As human beings we stand alone in our use of words. We debate and we argue. We teach, we preach, and we proclaim. We use words to build nations, define religions, inspire revolutions, and to defend what is true or even hide what is false. Beasts may use tooth and claw to control, conquer and kill; but men use words, for all of this, and great ends; still.

So it is with a great respect for this power of words that I would like to suggest something that may surprise a few of you: As an unapologetic conservative, I am truly a classical liberal. Let me explain why.

I am a liberal because I believe in liberty. I understand that liberty is the antithesis of slavery; and slavery, at its core, is the product of lies—lies about who we are as people; lies about what is right and wrong; lies about man and lies about God.

I am a liberal because I believe in freedom: Freedom of thought and freedom of expression and the freedom to dissent from the consensus. I am energized by the unapologetic pursuit of truth. Wherever it leads, I am confident in the words, “You shall know the truth and the truth shall set you free.”

I am a liberal because I believe in integration. The liberally-educated person recognizes that we cannot segregate personal life from private life, the head from the heart, fact from faith, belief from behavior, science from the sacred, liberty from law, or government from God.

I am a liberal because I believe in conservation. There are ideas that are tested by time, defended by reason, validated by experience, and confirmed by revelation. Yes, mankind is charged to steward the goodness of his environment but surely ideas—at least those ideas that are good—should, with equal passion, be conserved.

I am a liberal because I believe in Truth and I recognize that when we exchange it for a lie, we build a house of cards that will fall to mankind’s inevitable temper tantrum of seeking control and power. We need look no further than to Mao, Mussolini, Stalin, Pol Pot, Hitler, Robespierre, Castro, ISIS, or Boko Haram for proof.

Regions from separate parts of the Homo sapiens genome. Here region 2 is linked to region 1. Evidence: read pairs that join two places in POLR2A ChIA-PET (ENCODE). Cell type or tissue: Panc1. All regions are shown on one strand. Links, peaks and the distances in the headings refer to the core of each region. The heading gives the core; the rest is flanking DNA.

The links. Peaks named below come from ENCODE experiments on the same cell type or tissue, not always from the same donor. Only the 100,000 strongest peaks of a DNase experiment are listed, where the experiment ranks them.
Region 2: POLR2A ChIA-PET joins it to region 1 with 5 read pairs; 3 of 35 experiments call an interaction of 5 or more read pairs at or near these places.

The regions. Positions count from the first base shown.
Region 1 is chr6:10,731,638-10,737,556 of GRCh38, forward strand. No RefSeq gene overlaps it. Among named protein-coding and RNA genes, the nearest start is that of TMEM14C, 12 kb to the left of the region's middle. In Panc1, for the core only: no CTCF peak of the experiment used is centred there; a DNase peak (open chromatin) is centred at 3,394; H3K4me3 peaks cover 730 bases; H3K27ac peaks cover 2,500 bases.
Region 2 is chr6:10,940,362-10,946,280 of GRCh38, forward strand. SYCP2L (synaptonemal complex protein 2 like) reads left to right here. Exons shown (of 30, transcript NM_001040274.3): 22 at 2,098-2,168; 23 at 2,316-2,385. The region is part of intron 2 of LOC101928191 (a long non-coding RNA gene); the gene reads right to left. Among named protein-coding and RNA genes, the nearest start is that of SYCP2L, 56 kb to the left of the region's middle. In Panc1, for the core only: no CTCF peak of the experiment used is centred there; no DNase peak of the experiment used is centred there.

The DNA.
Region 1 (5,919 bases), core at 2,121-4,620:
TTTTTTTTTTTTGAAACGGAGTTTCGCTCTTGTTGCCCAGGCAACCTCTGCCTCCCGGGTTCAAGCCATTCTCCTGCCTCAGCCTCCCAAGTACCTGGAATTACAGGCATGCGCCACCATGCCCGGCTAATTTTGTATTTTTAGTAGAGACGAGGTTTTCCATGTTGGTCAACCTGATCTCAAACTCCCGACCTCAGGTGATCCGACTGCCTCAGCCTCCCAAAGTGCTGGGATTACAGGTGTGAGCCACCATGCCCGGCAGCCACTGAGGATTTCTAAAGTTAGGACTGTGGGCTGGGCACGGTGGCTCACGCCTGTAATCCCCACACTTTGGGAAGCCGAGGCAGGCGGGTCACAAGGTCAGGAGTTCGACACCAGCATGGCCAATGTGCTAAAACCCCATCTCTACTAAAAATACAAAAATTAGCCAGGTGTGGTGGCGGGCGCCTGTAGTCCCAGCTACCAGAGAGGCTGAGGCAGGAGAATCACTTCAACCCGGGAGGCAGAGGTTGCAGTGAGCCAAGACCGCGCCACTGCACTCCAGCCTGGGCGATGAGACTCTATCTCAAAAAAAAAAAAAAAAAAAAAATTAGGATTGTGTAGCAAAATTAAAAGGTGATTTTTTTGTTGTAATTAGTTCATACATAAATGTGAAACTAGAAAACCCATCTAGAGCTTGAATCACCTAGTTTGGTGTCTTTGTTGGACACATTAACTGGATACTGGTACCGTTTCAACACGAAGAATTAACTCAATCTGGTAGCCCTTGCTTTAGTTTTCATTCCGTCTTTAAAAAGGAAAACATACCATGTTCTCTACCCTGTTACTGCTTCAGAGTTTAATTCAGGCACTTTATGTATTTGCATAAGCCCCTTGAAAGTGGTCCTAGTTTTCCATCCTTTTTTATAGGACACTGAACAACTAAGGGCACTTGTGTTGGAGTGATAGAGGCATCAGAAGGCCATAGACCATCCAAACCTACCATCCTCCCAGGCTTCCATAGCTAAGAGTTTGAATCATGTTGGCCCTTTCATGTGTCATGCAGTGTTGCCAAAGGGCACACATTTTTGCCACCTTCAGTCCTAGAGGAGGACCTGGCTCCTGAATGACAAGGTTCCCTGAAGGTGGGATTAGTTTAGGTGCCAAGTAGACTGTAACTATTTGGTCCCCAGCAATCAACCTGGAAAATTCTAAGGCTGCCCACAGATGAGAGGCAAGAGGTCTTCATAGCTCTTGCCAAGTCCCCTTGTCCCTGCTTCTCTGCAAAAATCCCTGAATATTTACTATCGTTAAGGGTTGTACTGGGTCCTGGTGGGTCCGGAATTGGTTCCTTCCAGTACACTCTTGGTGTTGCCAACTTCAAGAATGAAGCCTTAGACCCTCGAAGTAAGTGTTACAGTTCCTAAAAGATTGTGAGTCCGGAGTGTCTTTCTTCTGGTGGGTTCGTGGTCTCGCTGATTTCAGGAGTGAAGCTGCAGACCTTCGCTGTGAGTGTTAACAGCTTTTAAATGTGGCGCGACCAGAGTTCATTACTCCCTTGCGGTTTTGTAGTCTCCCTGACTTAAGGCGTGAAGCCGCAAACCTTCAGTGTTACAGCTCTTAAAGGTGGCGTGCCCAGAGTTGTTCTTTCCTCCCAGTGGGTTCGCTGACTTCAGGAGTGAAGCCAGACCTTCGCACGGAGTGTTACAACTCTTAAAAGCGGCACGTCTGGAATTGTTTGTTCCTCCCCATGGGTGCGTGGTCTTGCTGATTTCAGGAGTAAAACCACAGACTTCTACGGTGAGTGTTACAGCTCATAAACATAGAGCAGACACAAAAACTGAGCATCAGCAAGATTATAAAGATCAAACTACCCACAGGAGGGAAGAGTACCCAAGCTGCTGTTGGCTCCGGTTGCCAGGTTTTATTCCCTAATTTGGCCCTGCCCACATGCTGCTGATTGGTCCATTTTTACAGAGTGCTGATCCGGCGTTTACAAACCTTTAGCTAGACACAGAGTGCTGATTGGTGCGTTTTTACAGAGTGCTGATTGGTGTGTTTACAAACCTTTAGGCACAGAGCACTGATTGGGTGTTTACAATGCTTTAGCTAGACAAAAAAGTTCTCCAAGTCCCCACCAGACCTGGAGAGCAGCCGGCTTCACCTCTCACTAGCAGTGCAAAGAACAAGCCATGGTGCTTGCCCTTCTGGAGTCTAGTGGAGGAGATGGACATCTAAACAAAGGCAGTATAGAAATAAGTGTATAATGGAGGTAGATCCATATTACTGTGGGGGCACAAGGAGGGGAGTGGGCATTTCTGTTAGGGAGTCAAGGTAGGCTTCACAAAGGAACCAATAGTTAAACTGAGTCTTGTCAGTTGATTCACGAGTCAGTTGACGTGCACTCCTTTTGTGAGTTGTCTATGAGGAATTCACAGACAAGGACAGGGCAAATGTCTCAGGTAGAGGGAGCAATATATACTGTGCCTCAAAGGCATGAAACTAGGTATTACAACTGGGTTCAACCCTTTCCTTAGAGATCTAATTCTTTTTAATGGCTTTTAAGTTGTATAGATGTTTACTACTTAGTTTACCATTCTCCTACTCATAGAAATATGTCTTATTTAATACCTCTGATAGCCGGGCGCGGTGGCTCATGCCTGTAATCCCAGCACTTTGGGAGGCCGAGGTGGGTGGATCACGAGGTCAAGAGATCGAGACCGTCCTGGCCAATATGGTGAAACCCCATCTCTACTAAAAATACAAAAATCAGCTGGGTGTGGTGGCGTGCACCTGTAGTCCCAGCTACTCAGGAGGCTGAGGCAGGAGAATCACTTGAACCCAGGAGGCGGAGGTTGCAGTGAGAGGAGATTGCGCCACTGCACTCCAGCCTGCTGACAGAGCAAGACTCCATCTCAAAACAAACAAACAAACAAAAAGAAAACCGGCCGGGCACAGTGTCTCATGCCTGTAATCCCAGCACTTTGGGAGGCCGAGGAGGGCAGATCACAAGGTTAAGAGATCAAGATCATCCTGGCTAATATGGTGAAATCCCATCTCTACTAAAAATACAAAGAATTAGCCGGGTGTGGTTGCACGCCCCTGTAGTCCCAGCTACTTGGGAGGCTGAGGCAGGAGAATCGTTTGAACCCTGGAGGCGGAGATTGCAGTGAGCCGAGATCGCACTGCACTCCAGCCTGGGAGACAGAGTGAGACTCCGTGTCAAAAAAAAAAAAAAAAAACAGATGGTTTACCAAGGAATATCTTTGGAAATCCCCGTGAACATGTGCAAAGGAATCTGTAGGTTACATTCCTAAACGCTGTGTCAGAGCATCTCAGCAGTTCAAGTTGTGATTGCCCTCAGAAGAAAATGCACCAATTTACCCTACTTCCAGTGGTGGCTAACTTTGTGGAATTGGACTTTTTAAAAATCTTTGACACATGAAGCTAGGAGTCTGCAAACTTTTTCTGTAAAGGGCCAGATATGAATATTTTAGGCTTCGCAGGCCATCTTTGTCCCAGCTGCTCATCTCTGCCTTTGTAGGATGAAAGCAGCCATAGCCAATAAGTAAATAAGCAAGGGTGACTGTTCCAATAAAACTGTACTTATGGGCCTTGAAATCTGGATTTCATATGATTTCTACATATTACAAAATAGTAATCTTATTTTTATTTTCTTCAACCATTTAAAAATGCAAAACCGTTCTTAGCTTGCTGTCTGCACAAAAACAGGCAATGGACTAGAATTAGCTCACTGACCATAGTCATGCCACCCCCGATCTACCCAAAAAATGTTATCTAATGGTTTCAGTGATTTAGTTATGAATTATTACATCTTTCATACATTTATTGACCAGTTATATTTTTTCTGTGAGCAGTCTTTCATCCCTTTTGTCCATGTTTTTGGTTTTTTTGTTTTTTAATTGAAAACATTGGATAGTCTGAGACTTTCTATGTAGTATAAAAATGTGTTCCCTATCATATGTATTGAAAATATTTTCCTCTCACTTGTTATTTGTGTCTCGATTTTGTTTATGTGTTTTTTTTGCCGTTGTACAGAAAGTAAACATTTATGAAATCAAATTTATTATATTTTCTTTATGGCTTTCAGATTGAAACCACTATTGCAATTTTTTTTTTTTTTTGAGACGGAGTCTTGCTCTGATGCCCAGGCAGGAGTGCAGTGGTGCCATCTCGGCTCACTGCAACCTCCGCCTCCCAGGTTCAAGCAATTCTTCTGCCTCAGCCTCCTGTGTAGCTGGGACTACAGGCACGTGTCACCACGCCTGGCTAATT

I am a liberal because I teach my students to not be deceived by the constructs of the uberminsch: the supermen; the power brokers, the elites, the “fittest,” who stand at our culture’s pulpits and podiums. I want my graduates to recognize the duplicity of the duplicitous and the dualism of the dualistic. I challenge them to see the intolerance of those who claim they can’t tolerate intolerance. I coach them not to be intimidated by the hate of those who say they hate the hateful or by those who are proud to say they have no pride.

I am a liberal because I know that a good education—a complete education—a truly liberal education must be grounded in a respect for and the conservation of what is immutable and right and just and real. It should seek to reclaim what has been co-opted and to reveal what has been compromised. It should be free of intimidation and should honor open inquiry. It should protect and defend the definition of words and not dumb them down to the shallowness of personal agendas and popular opinions. I am a liberal because I have confidence in the measuring rod of Truth, that unalienable standard that is bigger and better than the crow of the cocky or the consensus of the crowd.

I am a liberal because I believe that without such conservative ideas it is presumptous at best, and haughty in the extreme, that anyone else should truly call him or herself a liberal.

Talking Points With President Piper is a weekly column featured in the Examiner-Enterprise newspaper. In addition to serving as the Oklahoma Wesleyan President, Dr. Everett Piper is also a frequent guest commentator on a variety of talk radio programs across the nation, as well as a published author and essayist.

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